I’ve answered several emails related to the Logos Highlighting tool. This mark-up feature allows for user-created shortcuts, which save tons of time if you do a lot of highlighting. In case you’re not familiar with this time-saving tip, here’s how to create your shortcuts:

  • Choose Tools | Highlighting.
  • Click the arrow to the left of any pallet, such as Highlighter Pens.
  • Rest the cursor on the name of a style, such as Blue Highlighter.
  • Click the arrow drop-down list that appears to the right of the style name (A).
  • Click the Shortcut key drop-down list (B).
  • Click any letter, such as B for Blue Highlighter (C).
  • Repeat these steps for additional styles.
  • Close the Highlighting panel.
  • Select text in a resource.
  • Press a newly created shortcut keystroke, such as B for the Blue Highlighter.
  • Notice that your selected text is now highlighted in blue!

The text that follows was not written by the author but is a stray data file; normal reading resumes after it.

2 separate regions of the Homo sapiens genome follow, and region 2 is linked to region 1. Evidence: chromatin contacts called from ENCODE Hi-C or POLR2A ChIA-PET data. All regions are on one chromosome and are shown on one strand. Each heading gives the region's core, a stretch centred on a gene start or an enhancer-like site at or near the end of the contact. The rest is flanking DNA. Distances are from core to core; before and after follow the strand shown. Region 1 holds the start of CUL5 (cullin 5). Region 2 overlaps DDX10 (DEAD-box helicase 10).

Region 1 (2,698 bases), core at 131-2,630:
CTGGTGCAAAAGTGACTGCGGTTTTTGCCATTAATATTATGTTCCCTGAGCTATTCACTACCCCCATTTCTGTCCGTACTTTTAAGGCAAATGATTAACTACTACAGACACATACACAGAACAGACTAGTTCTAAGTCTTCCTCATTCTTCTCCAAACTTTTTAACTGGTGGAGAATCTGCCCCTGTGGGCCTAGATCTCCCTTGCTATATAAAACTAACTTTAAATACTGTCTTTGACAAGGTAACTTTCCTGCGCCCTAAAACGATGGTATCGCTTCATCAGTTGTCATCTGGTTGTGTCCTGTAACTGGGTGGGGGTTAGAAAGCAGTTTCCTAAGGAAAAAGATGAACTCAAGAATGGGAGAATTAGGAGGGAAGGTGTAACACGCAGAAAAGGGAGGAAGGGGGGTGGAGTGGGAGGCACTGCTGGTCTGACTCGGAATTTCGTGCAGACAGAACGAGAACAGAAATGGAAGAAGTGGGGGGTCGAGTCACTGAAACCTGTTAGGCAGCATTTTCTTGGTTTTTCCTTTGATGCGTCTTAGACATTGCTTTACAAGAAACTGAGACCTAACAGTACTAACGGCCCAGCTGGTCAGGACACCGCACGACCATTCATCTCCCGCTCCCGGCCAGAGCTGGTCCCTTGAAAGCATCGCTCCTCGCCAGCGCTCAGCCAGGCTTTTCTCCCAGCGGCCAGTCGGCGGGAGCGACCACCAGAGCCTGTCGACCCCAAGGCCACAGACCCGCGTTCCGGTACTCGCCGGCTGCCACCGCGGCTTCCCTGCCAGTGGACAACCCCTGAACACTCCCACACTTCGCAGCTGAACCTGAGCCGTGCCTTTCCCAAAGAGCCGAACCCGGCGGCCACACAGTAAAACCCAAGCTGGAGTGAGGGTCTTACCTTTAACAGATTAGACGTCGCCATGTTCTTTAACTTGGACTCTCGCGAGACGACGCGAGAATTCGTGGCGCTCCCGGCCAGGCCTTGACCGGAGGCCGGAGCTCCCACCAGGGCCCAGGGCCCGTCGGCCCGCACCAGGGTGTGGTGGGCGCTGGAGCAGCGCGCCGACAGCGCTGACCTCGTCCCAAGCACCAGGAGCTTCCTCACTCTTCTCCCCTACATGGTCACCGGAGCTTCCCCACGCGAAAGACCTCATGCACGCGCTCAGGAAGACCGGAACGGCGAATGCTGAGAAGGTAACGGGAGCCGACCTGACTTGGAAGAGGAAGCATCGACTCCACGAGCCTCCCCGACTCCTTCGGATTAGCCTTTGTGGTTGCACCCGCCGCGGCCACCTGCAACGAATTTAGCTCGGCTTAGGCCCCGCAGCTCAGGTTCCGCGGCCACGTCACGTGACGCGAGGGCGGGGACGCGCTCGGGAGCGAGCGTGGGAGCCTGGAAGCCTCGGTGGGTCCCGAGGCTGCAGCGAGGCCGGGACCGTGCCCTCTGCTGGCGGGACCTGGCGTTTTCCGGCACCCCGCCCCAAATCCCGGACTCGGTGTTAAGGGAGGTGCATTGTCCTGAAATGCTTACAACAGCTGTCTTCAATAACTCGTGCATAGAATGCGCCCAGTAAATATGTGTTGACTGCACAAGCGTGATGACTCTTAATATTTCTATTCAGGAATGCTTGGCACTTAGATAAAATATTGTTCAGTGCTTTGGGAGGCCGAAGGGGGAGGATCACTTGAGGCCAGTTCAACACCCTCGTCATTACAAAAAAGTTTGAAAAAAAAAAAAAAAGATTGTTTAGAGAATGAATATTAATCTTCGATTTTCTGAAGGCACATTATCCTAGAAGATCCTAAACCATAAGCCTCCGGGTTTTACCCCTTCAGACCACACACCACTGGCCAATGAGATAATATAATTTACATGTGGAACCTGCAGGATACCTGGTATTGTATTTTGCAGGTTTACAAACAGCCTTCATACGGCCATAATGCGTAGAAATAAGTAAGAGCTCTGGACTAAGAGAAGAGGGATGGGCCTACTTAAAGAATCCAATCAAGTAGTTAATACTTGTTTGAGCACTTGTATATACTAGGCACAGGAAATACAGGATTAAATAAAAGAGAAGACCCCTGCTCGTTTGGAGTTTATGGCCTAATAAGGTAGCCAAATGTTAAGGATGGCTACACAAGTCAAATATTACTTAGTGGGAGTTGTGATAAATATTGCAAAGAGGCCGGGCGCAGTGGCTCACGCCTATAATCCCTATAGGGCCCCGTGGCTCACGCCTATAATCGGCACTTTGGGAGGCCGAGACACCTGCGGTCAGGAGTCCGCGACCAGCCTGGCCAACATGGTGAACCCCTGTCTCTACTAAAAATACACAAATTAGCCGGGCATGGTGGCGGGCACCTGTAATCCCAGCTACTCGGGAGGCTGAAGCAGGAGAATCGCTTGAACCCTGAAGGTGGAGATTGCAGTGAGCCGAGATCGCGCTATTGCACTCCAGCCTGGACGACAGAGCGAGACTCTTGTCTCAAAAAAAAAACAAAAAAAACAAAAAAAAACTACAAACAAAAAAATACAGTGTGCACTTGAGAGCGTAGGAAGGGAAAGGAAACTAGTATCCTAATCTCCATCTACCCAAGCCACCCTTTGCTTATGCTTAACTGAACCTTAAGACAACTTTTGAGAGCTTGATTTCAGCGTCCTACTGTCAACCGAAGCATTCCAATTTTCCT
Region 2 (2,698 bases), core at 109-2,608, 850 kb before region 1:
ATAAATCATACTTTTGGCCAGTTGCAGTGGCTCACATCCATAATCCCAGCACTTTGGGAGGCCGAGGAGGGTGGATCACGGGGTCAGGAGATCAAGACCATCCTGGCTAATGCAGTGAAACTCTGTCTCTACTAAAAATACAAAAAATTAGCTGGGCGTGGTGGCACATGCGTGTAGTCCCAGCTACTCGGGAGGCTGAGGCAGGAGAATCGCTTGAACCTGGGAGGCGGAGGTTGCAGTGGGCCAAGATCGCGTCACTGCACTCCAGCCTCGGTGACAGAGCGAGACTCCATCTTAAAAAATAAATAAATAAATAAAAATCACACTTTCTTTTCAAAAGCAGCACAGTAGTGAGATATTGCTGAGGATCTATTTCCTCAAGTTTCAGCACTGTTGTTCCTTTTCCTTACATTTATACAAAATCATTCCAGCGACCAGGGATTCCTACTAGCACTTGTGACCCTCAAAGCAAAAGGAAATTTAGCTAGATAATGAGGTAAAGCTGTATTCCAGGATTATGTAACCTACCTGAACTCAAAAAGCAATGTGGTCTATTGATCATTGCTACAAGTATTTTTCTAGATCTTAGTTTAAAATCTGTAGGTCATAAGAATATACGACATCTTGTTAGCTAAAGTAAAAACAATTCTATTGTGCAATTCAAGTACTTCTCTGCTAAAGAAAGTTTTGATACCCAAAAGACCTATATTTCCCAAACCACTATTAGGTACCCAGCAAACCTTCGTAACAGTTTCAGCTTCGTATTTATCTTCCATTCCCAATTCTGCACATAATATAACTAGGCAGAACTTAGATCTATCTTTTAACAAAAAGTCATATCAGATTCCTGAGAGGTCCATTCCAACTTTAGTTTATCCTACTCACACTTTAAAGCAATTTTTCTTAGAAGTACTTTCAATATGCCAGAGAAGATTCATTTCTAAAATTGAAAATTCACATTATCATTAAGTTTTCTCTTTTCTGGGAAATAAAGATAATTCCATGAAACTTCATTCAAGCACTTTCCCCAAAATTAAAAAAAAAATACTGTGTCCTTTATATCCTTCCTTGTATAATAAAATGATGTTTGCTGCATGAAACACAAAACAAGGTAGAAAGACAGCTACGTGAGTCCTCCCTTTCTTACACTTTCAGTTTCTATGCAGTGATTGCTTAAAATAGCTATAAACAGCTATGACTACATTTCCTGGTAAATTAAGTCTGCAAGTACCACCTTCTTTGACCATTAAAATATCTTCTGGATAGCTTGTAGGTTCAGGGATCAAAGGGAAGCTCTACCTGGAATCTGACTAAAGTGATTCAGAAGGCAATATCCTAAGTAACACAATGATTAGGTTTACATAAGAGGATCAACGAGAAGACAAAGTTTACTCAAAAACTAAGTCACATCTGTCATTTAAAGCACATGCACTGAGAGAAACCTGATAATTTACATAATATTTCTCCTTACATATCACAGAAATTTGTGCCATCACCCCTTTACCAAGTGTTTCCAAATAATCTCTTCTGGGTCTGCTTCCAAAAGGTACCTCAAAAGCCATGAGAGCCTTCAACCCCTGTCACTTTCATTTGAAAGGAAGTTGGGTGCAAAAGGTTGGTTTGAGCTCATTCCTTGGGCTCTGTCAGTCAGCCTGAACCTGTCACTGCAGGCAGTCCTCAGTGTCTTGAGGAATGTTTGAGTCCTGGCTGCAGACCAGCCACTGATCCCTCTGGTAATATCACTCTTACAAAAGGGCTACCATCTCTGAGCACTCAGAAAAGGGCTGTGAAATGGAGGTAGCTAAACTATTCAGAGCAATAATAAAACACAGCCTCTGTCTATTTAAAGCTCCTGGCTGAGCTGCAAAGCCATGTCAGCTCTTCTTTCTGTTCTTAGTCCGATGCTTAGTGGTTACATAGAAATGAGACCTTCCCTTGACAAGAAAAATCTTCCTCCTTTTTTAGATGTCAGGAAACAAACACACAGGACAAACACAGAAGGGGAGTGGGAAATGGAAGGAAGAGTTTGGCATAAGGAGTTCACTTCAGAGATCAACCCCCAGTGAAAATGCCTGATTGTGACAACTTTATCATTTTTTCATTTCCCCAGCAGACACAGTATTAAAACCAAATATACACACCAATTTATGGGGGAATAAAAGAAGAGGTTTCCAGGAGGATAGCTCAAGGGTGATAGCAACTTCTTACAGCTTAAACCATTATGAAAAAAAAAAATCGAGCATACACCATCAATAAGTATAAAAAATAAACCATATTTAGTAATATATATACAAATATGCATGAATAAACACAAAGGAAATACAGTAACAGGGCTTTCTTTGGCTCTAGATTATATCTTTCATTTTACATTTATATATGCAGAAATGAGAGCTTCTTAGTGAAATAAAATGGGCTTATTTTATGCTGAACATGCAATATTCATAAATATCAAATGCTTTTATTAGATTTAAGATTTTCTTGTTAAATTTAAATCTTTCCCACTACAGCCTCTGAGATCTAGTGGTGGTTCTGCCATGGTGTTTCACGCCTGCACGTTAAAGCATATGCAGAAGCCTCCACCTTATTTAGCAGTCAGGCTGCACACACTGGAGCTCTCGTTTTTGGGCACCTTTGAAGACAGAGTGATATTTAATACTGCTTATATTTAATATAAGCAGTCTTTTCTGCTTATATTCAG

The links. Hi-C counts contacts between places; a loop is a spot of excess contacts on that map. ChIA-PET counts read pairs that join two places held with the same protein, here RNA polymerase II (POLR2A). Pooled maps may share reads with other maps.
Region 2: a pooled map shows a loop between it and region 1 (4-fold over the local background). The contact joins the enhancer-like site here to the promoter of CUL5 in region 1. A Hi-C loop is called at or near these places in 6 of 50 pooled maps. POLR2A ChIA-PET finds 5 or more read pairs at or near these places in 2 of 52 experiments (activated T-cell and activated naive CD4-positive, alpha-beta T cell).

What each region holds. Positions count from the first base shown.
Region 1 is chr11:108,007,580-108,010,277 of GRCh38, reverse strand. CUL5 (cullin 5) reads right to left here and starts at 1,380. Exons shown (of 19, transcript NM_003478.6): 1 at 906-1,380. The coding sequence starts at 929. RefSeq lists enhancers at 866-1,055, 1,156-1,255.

Highlighting-shortcut.jpg

I encourage you to create shortcuts for the styles you use most often. This way you can read, select text, and press one key to mark it up. You don’t have to keep returning to the Highlighting panel and clicking a specific style.

If you enjoyed this tip, please check out Timesaving Tips volumes 1 and 2.

Immerse Your Church in Abraham’s Story

Pastors have the great privilege of bringing their church together in Bible study. Yet unifying a church community around a solid, engaging curriculum can be challenging. It takes time and energy to put together a program that coordinates study for individuals, small groups, and preaching. That’s why Logos created Abraham: Following God’s Promise: Complete Church Curriculum.

In addition to resources for small groups, the Complete Church Curriculum comes with sermon resources that provide solid teaching materials for Sunday mornings and Wednesday nights.

Eight sermon outlines form the core of curriculum. Designed to complement the small group lesson plans, the sermon outlines equip you to preach Abraham’s story. Beautifully crafted, the sermons reinforce the material found in the book version of Abraham: Following God’s Promise. And the week’s small group lesson can be brought to life Sunday morning with expanded material focusing on exhortation and application as well as interpretation and theology.